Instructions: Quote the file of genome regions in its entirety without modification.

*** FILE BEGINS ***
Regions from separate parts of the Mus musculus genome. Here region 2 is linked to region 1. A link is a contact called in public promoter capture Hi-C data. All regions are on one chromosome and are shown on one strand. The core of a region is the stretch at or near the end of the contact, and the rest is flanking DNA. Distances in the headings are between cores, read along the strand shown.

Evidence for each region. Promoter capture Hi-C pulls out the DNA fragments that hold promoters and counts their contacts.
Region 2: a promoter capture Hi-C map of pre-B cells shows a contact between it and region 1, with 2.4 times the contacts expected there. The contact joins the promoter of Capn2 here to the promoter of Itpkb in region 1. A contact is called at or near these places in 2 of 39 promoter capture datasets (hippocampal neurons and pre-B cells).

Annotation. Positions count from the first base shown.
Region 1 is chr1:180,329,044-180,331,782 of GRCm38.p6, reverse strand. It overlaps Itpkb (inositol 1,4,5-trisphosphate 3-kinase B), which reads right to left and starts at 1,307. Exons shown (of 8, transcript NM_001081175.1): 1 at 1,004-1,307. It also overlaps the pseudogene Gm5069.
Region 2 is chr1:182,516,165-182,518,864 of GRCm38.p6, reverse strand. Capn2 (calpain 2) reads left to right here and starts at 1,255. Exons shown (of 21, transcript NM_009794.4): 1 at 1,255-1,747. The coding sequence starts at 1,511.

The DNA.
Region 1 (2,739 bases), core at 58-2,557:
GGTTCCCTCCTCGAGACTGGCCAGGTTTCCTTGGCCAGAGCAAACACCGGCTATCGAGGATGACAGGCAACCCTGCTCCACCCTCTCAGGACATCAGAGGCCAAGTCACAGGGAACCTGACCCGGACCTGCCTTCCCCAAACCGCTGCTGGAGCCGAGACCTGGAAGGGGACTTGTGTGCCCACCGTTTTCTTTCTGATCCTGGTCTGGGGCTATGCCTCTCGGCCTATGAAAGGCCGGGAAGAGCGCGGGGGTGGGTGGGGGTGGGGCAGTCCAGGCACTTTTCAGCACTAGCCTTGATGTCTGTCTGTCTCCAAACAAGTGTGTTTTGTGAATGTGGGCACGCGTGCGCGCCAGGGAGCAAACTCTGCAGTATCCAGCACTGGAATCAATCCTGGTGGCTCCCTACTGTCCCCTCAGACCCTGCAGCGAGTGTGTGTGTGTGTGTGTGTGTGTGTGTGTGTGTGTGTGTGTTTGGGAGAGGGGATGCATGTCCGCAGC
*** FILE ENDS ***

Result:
Regions from separate parts of the Mus musculus genome. Here region 2 is linked to region 1. A link is a contact called in public promoter capture Hi-C data. All regions are on one chromosome and are shown on one strand. The core of a region is the stretch at or near the end of the contact, and the rest is flanking DNA. Distances in the headings are between cores, read along the strand shown.

Evidence for each region. Promoter capture Hi-C pulls out the DNA fragments that hold promoters and counts their contacts.
Region 2: a promoter capture Hi-C map of pre-B cells shows a contact between it and region 1, with 2.4 times the contacts expected there. The contact joins the promoter of Capn2 here to the promoter of Itpkb in region 1. A contact is called at or near these places in 2 of 39 promoter capture datasets (hippocampal neurons and pre-B cells).

Annotation. Positions count from the first base shown.
Region 1 is chr1:180,329,044-180,331,782 of GRCm38.p6, reverse strand. It overlaps Itpkb (inositol 1,4,5-trisphosphate 3-kinase B), which reads right to left and starts at 1,307. Exons shown (of 8, transcript NM_001081175.1): 1 at 1,004-1,307. It also overlaps the pseudogene Gm5069.
Region 2 is chr1:182,516,165-182,518,864 of GRCm38.p6, reverse strand. Capn2 (calpain 2) reads left to right here and starts at 1,255. Exons shown (of 21, transcript NM_009794.4): 1 at 1,255-1,747. The coding sequence starts at 1,511.

The DNA.
Region 1 (2,739 bases), core at 58-2,557:
GGTTCCCTCCTCGAGACTGGCCAGGTTTCCTTGGCCAGAGCAAACACCGGCTATCGAGGATGACAGGCAACCCTGCTCCACCCTCTCAGGACATCAGAGGCCAAGTCACAGGGAACCTGACCCGGACCTGCCTTCCCCAAACCGCTGCTGGAGCCGAGACCTGGAAGGGGACTTGTGTGCCCACCGTTTTCTTTCTGATCCTGGTCTGGGGCTATGCCTCTCGGCCTATGAAAGGCCGGGAAGAGCGCGGGGGTGGGTGGGGGTGGGGCAGTCCAGGCACTTTTCAGCACTAGCCTTGATGTCTGTCTGTCTCCAAACAAGTGTGTTTTGTGAATGTGGGCACGCGTGCGCGCCAGGGAGCAAACTCTGCAGTATCCAGCACTGGAATCAATCCTGGTGGCTCCCTACTGTCCCCTCAGACCCTGCAGCGAGTGTGTGTGTGTGTGTGTGTGTGTGTGTGTGTGTGTGTGTGTTTGGGAGAGGGGATGCATGTCCGCAGC